“Note the phrases ‘naked class egotism’ and ‘unchallengeable entitlement.’ Now to whom might they apply? Those who wish to retain just under half of their own earnings, or those who feel entitled to confiscate even more from others in order to indulge their own moral sentiments, or pretensions thereof? Do notions of greed, presumption and selfishness apply only to people above a certain level of income? Or can they, for instance, be said of some recipients of welfare? Can such things be said of the state, or of the righteous Mr Milne? To how much of your income is the government morally entitled?”


James S

The class warriors on CiF are showing off their principles: "Good riddance." "Piss off." "Fuck off." "Let’s try 60%!"

Bring back the 1970s, comrades!

John Meredith

It always surprises me that Emin engenders so much fury when she at least makes her money by producing things that people want to buy rather than just sucking up subsidies or off-loading to public galleries. I also think her art is (when it is good) very touching, thoughtful and affecting. Did you see the sculptures she did for Folkestone? Really beautiful and surprising, especially compared to so much other macho, bombastic and banal public art. The tent was great too. Surely some of you enjoyed the experience of lying back in that (even if you felt you shouldn't)? If you didn't climb in, I don't think you can really get it, though. Whether it is worth the money is neither here nor there, if some millionaire thinks it is, who are we to argue?


David, how does it feel to end up defending Tracey Emin, Noel Edmonds and Andrew Lloyd Webber? Hilarious.



I’m not “defending” anyone. Unless you think “tragically under-talented narcissistic bint” is a term of high regard. I’m raising a few basic questions. For instance, to how much of your income is the government morally entitled? (I realise you haven’t responded to *any* of my previous questions on any occasion you’ve dropped by, but I do live in hope.)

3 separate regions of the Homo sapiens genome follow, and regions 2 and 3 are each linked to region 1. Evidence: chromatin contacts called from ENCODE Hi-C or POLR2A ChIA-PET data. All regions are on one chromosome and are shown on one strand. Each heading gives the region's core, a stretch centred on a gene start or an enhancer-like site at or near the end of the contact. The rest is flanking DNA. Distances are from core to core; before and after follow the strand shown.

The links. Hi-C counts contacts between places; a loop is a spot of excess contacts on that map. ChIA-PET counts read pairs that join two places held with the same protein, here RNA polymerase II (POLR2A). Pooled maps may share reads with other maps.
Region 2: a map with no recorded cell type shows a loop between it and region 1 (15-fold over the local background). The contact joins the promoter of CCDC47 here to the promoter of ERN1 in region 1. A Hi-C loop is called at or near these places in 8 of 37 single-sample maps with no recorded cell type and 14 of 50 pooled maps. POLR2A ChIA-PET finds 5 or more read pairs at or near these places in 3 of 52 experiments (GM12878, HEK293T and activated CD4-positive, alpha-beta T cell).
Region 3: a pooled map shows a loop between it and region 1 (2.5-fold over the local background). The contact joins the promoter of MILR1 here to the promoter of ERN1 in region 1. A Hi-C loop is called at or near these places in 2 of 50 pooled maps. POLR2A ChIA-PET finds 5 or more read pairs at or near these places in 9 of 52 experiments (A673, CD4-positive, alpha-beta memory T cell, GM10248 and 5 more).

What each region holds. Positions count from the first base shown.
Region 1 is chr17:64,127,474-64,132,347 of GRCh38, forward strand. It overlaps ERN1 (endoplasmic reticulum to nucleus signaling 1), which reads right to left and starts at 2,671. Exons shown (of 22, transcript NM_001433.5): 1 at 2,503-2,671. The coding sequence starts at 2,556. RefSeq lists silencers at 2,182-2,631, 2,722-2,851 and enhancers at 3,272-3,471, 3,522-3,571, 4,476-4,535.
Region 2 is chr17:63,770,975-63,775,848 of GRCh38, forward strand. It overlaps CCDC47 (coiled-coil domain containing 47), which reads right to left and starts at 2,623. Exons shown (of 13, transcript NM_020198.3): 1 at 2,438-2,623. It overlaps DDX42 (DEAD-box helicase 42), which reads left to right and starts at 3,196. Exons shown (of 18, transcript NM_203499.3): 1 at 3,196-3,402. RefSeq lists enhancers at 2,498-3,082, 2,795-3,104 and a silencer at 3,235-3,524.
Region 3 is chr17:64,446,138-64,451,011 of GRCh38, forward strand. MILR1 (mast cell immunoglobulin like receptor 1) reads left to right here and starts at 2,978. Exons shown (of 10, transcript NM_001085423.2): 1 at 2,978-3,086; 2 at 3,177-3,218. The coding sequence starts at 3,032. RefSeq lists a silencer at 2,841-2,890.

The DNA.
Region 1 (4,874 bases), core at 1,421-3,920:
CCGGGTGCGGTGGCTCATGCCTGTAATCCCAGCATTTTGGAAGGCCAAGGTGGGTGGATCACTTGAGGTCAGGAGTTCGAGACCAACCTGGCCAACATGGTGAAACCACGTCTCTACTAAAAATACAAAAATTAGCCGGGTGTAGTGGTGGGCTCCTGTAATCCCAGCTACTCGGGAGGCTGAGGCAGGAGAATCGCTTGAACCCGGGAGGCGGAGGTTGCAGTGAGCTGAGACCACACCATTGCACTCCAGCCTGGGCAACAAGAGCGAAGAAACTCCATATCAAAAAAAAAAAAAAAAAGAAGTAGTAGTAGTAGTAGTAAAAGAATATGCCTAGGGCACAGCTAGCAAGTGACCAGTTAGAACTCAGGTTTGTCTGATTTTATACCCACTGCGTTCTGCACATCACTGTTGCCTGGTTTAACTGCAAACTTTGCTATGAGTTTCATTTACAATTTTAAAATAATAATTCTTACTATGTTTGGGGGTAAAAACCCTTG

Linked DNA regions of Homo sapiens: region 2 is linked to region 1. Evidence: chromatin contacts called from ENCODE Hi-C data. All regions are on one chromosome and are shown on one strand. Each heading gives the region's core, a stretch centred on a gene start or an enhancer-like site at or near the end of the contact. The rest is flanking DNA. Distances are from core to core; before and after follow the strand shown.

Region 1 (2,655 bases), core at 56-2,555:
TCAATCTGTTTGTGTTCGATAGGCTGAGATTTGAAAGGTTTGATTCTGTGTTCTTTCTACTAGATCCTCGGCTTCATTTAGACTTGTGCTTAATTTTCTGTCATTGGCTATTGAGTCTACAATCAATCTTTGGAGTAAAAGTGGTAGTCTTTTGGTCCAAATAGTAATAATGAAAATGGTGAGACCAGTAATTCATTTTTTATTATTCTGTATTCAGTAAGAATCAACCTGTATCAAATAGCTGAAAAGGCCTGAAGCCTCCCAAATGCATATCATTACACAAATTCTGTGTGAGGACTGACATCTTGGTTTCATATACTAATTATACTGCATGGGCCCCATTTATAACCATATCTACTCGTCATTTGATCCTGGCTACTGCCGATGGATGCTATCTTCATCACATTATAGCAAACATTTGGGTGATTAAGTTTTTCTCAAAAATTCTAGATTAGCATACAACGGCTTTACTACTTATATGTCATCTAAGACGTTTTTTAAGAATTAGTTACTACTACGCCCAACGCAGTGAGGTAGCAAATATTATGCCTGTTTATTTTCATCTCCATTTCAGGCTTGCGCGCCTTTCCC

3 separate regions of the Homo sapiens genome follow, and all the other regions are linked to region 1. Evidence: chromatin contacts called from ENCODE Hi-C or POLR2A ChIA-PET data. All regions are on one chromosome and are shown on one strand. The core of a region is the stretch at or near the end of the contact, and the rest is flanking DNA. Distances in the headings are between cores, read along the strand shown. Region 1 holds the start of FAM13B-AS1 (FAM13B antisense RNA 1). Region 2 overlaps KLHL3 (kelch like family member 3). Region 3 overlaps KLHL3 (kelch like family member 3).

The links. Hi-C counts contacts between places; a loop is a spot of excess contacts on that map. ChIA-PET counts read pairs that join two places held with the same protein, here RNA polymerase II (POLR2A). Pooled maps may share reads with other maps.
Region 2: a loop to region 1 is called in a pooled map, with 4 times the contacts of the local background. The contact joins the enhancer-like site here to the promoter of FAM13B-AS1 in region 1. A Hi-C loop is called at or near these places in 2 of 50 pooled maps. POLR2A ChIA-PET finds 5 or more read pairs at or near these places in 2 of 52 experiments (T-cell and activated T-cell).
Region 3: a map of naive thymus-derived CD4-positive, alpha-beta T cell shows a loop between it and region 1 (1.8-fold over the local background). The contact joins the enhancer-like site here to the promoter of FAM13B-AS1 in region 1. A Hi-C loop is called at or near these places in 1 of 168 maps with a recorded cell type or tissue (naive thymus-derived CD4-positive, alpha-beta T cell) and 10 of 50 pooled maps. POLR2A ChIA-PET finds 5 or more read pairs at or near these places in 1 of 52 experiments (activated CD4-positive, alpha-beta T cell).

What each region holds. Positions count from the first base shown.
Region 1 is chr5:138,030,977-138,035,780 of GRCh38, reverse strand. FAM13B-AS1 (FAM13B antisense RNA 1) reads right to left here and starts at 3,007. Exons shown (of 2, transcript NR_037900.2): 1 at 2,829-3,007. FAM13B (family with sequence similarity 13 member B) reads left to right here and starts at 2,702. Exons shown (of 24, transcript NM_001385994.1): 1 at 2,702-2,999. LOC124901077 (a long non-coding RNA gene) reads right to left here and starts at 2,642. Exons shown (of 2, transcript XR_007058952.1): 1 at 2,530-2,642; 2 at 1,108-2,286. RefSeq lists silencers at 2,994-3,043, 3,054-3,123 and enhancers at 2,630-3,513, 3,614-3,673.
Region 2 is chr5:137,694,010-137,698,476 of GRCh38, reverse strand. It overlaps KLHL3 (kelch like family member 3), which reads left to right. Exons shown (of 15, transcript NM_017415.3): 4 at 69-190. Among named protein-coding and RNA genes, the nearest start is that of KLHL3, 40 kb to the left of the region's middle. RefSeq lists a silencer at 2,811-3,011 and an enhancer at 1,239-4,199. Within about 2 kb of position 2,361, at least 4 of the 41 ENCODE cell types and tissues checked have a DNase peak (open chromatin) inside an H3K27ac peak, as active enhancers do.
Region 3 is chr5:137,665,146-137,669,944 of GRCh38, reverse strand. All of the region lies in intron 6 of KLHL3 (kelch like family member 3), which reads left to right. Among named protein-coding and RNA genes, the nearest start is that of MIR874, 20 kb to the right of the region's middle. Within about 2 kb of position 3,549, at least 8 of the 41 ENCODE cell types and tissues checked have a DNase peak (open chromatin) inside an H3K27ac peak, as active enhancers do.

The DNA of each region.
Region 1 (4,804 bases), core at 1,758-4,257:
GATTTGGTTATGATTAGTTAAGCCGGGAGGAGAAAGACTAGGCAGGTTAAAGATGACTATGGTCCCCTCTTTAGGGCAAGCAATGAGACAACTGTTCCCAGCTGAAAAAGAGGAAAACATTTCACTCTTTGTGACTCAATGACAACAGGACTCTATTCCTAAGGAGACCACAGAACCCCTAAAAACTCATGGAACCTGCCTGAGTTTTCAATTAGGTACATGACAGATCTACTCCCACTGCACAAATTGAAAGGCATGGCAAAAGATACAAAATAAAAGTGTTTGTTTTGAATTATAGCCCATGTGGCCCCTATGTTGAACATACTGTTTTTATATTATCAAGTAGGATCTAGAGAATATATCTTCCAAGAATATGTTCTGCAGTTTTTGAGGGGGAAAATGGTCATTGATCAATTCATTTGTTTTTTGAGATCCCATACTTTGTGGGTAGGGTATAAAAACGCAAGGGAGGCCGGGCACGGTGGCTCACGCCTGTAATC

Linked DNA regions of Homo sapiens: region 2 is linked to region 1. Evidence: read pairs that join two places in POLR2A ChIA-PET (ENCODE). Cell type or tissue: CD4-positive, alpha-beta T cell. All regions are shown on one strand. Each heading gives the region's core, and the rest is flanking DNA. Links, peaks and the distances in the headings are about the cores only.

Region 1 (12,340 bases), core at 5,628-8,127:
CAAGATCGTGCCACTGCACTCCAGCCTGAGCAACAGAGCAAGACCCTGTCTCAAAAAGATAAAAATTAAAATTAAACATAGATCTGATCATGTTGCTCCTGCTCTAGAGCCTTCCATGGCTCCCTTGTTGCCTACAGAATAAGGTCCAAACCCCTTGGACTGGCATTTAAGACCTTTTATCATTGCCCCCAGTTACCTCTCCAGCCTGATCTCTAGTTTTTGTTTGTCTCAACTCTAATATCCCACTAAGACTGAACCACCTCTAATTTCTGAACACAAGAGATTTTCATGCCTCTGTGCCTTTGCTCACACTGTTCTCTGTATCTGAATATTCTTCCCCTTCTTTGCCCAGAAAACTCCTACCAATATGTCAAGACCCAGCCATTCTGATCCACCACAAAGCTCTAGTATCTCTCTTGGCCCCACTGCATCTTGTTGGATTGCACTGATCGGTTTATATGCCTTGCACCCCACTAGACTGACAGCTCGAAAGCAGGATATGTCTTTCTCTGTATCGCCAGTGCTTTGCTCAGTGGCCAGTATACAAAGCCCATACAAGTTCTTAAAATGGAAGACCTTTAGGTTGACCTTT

And morality aside, there are practical issues. As noted in the Michael Caine post, plenty of analysts and commentators (including some on the left) fear the new tax rate could actually result in *less* tax revenue, meaning less money for public services and all of this “social justice”. If optimising revenue is the goal, isn’t it worth asking whether the new measures could backfire and be sub-optimal? Emin’s status as a confused and fatuous bint is irrelevant to the principle - and others faced with the same financial disincentive may be people trying to grow their businesses, employers, or would-be employers.

The widespread disregard for this possible negative outcome – as displayed in several Guardian comment threads - suggests an ideological or emotional motive, and not an attractive one. Looking through the Guardian discussions, the broad consensus seems to be that people who earn a lot of money – and pay a lot of tax – should just, and I quote, “fuck off.” Well, if tens of thousands of high earners do as requested, it’s hard to see how that benefits Britain or any of the people who live here. Presumably, those saying “fuck off” would be happy to see more unemployment benefit being chiselled out of people with *average* earnings and those only slightly better off than people on the dole.


Whatever you think of the G and many of its readers, you have to admit some of them are sharp as a razor. Here's three comments from the following thread:

"I'm not sure how we'll all carry on if Trace leaves.
But we must be strong and show the Dunkirk spirit, for the sake of future generations."

"She's coming here to France to pay less tax?
I expect she'll be off to Iceland next for the scorching sunshine."

"Just how many 'incentives' do you need not to make your bed? I don't make my bed for fuck all on a daily basis."

Mark G

Does she need help packing?

Spiny Norman

The thing I found rather odd was that even though she makes enough money to be so hand-wringingly concerned about new taxes on her income, she still thinks the government (taxpayers!) should be subsidising her "work".

Am I missing something here, or does it make no sense to me because I'm not one of those "higher beings"?

James S

David, I don't think rv's coming back (again)... :)